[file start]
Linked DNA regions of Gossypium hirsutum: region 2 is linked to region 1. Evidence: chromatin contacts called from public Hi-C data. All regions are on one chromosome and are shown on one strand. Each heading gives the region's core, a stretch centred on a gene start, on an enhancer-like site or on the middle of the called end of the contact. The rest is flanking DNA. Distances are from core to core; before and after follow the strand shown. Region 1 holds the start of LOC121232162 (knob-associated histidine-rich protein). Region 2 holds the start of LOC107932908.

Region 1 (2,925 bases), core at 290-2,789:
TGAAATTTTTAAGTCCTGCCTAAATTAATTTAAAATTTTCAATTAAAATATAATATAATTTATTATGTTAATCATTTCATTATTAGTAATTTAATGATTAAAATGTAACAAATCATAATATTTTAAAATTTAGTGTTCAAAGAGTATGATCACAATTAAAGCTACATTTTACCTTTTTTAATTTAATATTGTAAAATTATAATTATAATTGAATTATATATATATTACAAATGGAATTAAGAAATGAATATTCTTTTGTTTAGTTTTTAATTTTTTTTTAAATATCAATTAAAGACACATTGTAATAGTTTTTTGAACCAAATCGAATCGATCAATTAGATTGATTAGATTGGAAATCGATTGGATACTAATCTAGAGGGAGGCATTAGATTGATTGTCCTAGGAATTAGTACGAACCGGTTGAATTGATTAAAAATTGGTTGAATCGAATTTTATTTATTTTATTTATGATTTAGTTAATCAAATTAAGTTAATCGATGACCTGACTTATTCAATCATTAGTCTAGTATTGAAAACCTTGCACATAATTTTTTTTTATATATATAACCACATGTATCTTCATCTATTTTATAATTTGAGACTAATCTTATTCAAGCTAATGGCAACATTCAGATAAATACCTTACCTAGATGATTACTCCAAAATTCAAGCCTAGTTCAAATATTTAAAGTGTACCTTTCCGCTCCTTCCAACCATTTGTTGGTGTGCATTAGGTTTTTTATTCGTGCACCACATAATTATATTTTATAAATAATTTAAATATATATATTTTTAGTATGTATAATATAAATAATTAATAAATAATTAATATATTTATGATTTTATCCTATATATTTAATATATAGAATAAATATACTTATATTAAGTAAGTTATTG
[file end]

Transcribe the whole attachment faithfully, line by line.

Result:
Linked DNA regions of Gossypium hirsutum: region 2 is linked to region 1. Evidence: chromatin contacts called from public Hi-C data. All regions are on one chromosome and are shown on one strand. Each heading gives the region's core, a stretch centred on a gene start, on an enhancer-like site or on the middle of the called end of the contact. The rest is flanking DNA. Distances are from core to core; before and after follow the strand shown. Region 1 holds the start of LOC121232162 (knob-associated histidine-rich protein). Region 2 holds the start of LOC107932908.

Region 1 (2,925 bases), core at 290-2,789:
TGAAATTTTTAAGTCCTGCCTAAATTAATTTAAAATTTTCAATTAAAATATAATATAATTTATTATGTTAATCATTTCATTATTAGTAATTTAATGATTAAAATGTAACAAATCATAATATTTTAAAATTTAGTGTTCAAAGAGTATGATCACAATTAAAGCTACATTTTACCTTTTTTAATTTAATATTGTAAAATTATAATTATAATTGAATTATATATATATTACAAATGGAATTAAGAAATGAATATTCTTTTGTTTAGTTTTTAATTTTTTTTTAAATATCAATTAAAGACACATTGTAATAGTTTTTTGAACCAAATCGAATCGATCAATTAGATTGATTAGATTGGAAATCGATTGGATACTAATCTAGAGGGAGGCATTAGATTGATTGTCCTAGGAATTAGTACGAACCGGTTGAATTGATTAAAAATTGGTTGAATCGAATTTTATTTATTTTATTTATGATTTAGTTAATCAAATTAAGTTAATCGATGACCTGACTTATTCAATCATTAGTCTAGTATTGAAAACCTTGCACATAATTTTTTTTTATATATATAACCACATGTATCTTCATCTATTTTATAATTTGAGACTAATCTTATTCAAGCTAATGGCAACATTCAGATAAATACCTTACCTAGATGATTACTCCAAAATTCAAGCCTAGTTCAAATATTTAAAGTGTACCTTTCCGCTCCTTCCAACCATTTGTTGGTGTGCATTAGGTTTTTTATTCGTGCACCACATAATTATATTTTATAAATAATTTAAATATATATATTTTTAGTATGTATAATATAAATAATTAATAAATAATTAATATATTTATGATTTTATCCTATATATTTAATATATAGAATAAATATACTTATATTAAGTAAGTTATTG